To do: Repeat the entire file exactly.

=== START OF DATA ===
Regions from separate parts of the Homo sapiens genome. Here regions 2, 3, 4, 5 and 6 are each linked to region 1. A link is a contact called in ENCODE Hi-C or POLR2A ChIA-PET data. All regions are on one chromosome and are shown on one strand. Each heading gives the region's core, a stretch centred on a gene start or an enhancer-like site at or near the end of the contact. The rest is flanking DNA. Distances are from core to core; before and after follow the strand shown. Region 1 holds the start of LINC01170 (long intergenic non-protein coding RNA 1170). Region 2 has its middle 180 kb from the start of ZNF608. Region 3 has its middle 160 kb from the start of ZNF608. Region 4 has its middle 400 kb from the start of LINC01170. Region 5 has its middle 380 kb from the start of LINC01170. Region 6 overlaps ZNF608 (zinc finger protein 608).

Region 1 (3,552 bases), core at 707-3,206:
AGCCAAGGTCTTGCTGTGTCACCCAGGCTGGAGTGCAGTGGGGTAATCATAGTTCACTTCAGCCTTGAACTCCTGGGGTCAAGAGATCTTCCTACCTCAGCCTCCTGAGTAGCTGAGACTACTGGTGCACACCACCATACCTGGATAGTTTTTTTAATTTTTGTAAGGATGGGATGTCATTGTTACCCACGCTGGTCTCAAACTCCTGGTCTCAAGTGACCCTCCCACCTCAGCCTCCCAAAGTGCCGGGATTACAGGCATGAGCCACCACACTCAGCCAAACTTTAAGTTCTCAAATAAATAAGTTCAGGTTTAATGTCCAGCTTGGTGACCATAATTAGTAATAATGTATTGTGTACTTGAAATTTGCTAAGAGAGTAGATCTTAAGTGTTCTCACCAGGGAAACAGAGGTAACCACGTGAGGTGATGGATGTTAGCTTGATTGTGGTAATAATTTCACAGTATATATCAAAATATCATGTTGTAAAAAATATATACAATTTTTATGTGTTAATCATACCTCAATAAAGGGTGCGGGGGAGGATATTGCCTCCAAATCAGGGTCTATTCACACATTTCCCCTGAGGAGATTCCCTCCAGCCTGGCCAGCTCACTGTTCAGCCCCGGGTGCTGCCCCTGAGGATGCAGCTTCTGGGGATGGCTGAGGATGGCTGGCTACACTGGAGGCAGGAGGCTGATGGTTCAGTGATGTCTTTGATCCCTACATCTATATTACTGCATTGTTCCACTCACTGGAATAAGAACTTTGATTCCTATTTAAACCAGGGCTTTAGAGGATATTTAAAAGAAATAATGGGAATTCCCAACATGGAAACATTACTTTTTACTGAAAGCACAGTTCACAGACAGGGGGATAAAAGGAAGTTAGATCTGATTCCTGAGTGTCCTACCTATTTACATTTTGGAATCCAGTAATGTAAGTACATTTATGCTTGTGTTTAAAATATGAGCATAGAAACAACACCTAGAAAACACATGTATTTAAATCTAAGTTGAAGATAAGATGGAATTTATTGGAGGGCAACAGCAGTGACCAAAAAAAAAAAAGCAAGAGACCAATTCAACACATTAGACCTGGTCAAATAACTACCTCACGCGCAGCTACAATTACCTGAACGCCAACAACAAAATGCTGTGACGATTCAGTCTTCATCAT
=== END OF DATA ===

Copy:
Regions from separate parts of the Homo sapiens genome. Here regions 2, 3, 4, 5 and 6 are each linked to region 1. A link is a contact called in ENCODE Hi-C or POLR2A ChIA-PET data. All regions are on one chromosome and are shown on one strand. Each heading gives the region's core, a stretch centred on a gene start or an enhancer-like site at or near the end of the contact. The rest is flanking DNA. Distances are from core to core; before and after follow the strand shown. Region 1 holds the start of LINC01170 (long intergenic non-protein coding RNA 1170). Region 2 has its middle 180 kb from the start of ZNF608. Region 3 has its middle 160 kb from the start of ZNF608. Region 4 has its middle 400 kb from the start of LINC01170. Region 5 has its middle 380 kb from the start of LINC01170. Region 6 overlaps ZNF608 (zinc finger protein 608).

Region 1 (3,552 bases), core at 707-3,206:
AGCCAAGGTCTTGCTGTGTCACCCAGGCTGGAGTGCAGTGGGGTAATCATAGTTCACTTCAGCCTTGAACTCCTGGGGTCAAGAGATCTTCCTACCTCAGCCTCCTGAGTAGCTGAGACTACTGGTGCACACCACCATACCTGGATAGTTTTTTTAATTTTTGTAAGGATGGGATGTCATTGTTACCCACGCTGGTCTCAAACTCCTGGTCTCAAGTGACCCTCCCACCTCAGCCTCCCAAAGTGCCGGGATTACAGGCATGAGCCACCACACTCAGCCAAACTTTAAGTTCTCAAATAAATAAGTTCAGGTTTAATGTCCAGCTTGGTGACCATAATTAGTAATAATGTATTGTGTACTTGAAATTTGCTAAGAGAGTAGATCTTAAGTGTTCTCACCAGGGAAACAGAGGTAACCACGTGAGGTGATGGATGTTAGCTTGATTGTGGTAATAATTTCACAGTATATATCAAAATATCATGTTGTAAAAAATATATACAATTTTTATGTGTTAATCATACCTCAATAAAGGGTGCGGGGGAGGATATTGCCTCCAAATCAGGGTCTATTCACACATTTCCCCTGAGGAGATTCCCTCCAGCCTGGCCAGCTCACTGTTCAGCCCCGGGTGCTGCCCCTGAGGATGCAGCTTCTGGGGATGGCTGAGGATGGCTGGCTACACTGGAGGCAGGAGGCTGATGGTTCAGTGATGTCTTTGATCCCTACATCTATATTACTGCATTGTTCCACTCACTGGAATAAGAACTTTGATTCCTATTTAAACCAGGGCTTTAGAGGATATTTAAAAGAAATAATGGGAATTCCCAACATGGAAACATTACTTTTTACTGAAAGCACAGTTCACAGACAGGGGGATAAAAGGAAGTTAGATCTGATTCCTGAGTGTCCTACCTATTTACATTTTGGAATCCAGTAATGTAAGTACATTTATGCTTGTGTTTAAAATATGAGCATAGAAACAACACCTAGAAAACACATGTATTTAAATCTAAGTTGAAGATAAGATGGAATTTATTGGAGGGCAACAGCAGTGACCAAAAAAAAAAAAGCAAGAGACCAATTCAACACATTAGACCTGGTCAAATAACTACCTCACGCGCAGCTACAATTACCTGAACGCCAACAACAAAATGCTGTGACGATTCAGTCTTCATCAT